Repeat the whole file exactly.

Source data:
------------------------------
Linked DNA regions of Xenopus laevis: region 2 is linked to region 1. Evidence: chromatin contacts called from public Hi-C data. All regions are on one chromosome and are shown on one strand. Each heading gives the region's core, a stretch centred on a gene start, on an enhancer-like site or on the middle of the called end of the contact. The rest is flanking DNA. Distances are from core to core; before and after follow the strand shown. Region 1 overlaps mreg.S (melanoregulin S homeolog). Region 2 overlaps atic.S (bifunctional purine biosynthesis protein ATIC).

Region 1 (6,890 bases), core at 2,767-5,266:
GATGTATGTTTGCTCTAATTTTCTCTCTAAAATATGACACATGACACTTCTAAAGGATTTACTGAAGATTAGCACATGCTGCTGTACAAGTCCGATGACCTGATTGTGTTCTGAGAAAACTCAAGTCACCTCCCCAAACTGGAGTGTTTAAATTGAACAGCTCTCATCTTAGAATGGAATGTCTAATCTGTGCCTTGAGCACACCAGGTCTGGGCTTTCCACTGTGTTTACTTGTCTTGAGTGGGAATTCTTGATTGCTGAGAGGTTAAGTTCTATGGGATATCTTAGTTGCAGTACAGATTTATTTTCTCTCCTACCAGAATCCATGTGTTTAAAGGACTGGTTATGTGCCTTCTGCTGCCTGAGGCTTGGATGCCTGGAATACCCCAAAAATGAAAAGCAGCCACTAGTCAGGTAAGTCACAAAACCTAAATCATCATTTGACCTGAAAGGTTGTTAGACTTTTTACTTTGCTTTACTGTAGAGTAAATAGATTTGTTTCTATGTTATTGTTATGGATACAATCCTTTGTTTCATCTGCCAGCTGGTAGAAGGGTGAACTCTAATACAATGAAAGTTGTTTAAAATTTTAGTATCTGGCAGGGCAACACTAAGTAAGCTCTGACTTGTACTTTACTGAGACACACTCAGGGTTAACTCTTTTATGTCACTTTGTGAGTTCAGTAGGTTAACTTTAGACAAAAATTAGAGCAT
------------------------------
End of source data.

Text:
Linked DNA regions of Xenopus laevis: region 2 is linked to region 1. Evidence: chromatin contacts called from public Hi-C data. All regions are on one chromosome and are shown on one strand. Each heading gives the region's core, a stretch centred on a gene start, on an enhancer-like site or on the middle of the called end of the contact. The rest is flanking DNA. Distances are from core to core; before and after follow the strand shown. Region 1 overlaps mreg.S (melanoregulin S homeolog). Region 2 overlaps atic.S (bifunctional purine biosynthesis protein ATIC).

Region 1 (6,890 bases), core at 2,767-5,266:
GATGTATGTTTGCTCTAATTTTCTCTCTAAAATATGACACATGACACTTCTAAAGGATTTACTGAAGATTAGCACATGCTGCTGTACAAGTCCGATGACCTGATTGTGTTCTGAGAAAACTCAAGTCACCTCCCCAAACTGGAGTGTTTAAATTGAACAGCTCTCATCTTAGAATGGAATGTCTAATCTGTGCCTTGAGCACACCAGGTCTGGGCTTTCCACTGTGTTTACTTGTCTTGAGTGGGAATTCTTGATTGCTGAGAGGTTAAGTTCTATGGGATATCTTAGTTGCAGTACAGATTTATTTTCTCTCCTACCAGAATCCATGTGTTTAAAGGACTGGTTATGTGCCTTCTGCTGCCTGAGGCTTGGATGCCTGGAATACCCCAAAAATGAAAAGCAGCCACTAGTCAGGTAAGTCACAAAACCTAAATCATCATTTGACCTGAAAGGTTGTTAGACTTTTTACTTTGCTTTACTGTAGAGTAAATAGATTTGTTTCTATGTTATTGTTATGGATACAATCCTTTGTTTCATCTGCCAGCTGGTAGAAGGGTGAACTCTAATACAATGAAAGTTGTTTAAAATTTTAGTATCTGGCAGGGCAACACTAAGTAAGCTCTGACTTGTACTTTACTGAGACACACTCAGGGTTAACTCTTTTATGTCACTTTGTGAGTTCAGTAGGTTAACTTTAGACAAAAATTAGAGCAT